Muhammad Ali

One time when I was in the fourth grade, we were reading a unit in social studies on life in the middle east. I vaguely remember something about a kid named Ali in a dusty town. The pictures in the book were mostly yellows and browns. He was going about stereotypical middle eastern things. Herding the goats, helping his father, Muhammad load stuff on their camel to take to market, that sort of thing. The early ‘70s weren’t an enlightened time and the textbook was from the early ‘60s, so it was even worse.

Sometimes I’m amazed that I turned out normal at all.

Anyway, when we were about halfway through the book the teacher interrupted us. “Huh, Muhammad, and Ali. That’s the same name as that n****** boxer”.

Now, I don’t think he was using n****** as a slur, at least not deliberately. He was of the age where that was just the term you used for people of African descent. As a kid I remember feeling a bit weird about it though. You know how as a kid you’ll see or hear something and know it’s not right but don’t quite yet have the intellectual wherewithal to put it together or express why? That’s where I was. Muhammad Ali was a hero. It just didn’t seem right somehow to have someone I respected, the teacher, call him a n******. Anyway the class had a bit of a discussion about Muhammad Ali’s record, the upcoming fights and such. I didn’t like boxing then, and I still actively dislike it now so I didn’t take part. Soon enough the teacher got us back on topic and we finished the story. But his casual use of the term n****** stuck with me. I’d of course heard it before from others but this time it got me to thinking.

A few weeks later the Sears Christmas Wish Book arrived. As kids we always loved to look through the Wish Book, at all the cool toys and other stuff. A few days after it arrived I was thumbing through it and came across the page of Santa Suits. Now, understand that at that point I was under no illusion that Santa was real. I understood it was just a “Nice old man in a red suit”, as they so eloquently put in in Miracle on 34th Street. As I looked at the page I noticed something odd though. On the left they showed the fanciest suit. Slightly furry red with longer white fur trim at the collar and cuffs, well stuffed, a great beard, even came with a big red furry bag. Next to it was one that was not quite as nice. Then the next one even less and didn’t include the bag. This continued across the page to the far right side where they showed the cheapest santa suit. It was pathetic. Essentially a set of red long underwear and a hat. No bag,, no padding, not even a beard. As I looked at it I realized something else. The cheapest suit was worn by the only black model.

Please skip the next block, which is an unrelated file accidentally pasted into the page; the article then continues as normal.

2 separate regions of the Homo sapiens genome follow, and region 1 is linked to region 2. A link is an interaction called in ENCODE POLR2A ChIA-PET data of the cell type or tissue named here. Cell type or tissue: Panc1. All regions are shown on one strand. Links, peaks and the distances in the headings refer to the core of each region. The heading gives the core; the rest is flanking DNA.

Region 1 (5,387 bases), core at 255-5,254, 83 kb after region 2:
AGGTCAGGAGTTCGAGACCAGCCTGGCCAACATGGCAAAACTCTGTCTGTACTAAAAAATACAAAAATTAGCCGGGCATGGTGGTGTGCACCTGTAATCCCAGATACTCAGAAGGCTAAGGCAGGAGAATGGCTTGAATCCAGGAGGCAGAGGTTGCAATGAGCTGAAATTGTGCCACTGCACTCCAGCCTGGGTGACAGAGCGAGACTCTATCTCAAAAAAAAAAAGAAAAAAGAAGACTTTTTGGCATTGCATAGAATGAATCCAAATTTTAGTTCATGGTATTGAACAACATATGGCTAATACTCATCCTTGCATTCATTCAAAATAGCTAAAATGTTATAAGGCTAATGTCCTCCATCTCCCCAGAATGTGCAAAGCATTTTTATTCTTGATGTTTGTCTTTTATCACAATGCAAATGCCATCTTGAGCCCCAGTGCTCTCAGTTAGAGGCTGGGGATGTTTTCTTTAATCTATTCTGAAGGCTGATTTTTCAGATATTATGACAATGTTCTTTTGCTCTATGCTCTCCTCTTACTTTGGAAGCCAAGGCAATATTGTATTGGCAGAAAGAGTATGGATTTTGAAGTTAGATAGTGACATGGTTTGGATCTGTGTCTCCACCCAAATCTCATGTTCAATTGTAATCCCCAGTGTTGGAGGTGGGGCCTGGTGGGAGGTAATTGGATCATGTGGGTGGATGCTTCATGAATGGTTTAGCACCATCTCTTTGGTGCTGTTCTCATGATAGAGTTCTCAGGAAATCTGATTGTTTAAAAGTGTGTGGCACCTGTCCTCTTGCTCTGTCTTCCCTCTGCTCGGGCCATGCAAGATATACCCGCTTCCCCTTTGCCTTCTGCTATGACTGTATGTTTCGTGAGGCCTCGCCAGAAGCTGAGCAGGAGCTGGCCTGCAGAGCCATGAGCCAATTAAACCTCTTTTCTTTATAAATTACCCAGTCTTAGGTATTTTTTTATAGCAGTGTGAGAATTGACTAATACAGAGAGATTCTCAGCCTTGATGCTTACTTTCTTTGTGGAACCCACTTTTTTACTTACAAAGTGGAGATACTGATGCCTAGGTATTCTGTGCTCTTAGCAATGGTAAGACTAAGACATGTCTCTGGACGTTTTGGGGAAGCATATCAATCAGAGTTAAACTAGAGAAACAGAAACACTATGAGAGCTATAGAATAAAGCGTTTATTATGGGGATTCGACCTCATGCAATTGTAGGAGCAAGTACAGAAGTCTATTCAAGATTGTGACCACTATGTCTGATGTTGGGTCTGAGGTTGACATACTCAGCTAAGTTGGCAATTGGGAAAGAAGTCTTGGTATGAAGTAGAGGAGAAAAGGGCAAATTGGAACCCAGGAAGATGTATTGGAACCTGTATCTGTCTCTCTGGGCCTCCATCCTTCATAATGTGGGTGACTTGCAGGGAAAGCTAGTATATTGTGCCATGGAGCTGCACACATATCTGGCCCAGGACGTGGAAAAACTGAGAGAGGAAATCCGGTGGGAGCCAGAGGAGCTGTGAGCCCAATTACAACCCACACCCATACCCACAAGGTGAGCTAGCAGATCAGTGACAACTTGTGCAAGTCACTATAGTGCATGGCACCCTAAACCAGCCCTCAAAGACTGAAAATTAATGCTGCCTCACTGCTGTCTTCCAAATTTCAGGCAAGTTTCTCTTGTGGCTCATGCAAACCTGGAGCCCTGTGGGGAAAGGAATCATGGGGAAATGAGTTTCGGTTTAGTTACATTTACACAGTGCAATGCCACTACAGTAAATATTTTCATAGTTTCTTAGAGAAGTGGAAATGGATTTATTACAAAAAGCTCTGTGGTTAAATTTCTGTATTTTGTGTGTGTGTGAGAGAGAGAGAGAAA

Like a lot of kids of that era I had grown up with the Six O’Clock News playing in the background during dinner. It’s mixture of local news, weather, the Viet Nam War and Civil Rights protests blending with our stories of what happened at school and my folks shop. Like a lot of kids, national and world stories didn’t impact me so I just let them pass. But suddenly something gelled. The santa suit, the news reports of protests. What I’d read and heard about Dr. Martin Luther King, and finally my teacher’s casual use of the word n****** all came together.

I suddenly recognized that part of the world was very ugly. Not all of it. Not even most of it. But there were parts, some groups of people, that would do things just because. Because of your colour. Because of your religion. Because of things that weren’t your fault. I also realized that sometimes things were the way they were because people hadn’t stopped to think of what it did to others. That bothered me even more.

This was when I stopped just accepting what I was told. I started questioning, asking WHY about all sorts of things. Demanding reasons and evidence for things I saw and that people said. So in an indirect way Muhammad Ali, by what he did in the years before and then after, by being more than a boxer, helped to enlighten me. To wake me up to the things in the world that needed to be better.

Well Done Sir. Rest in Peace.

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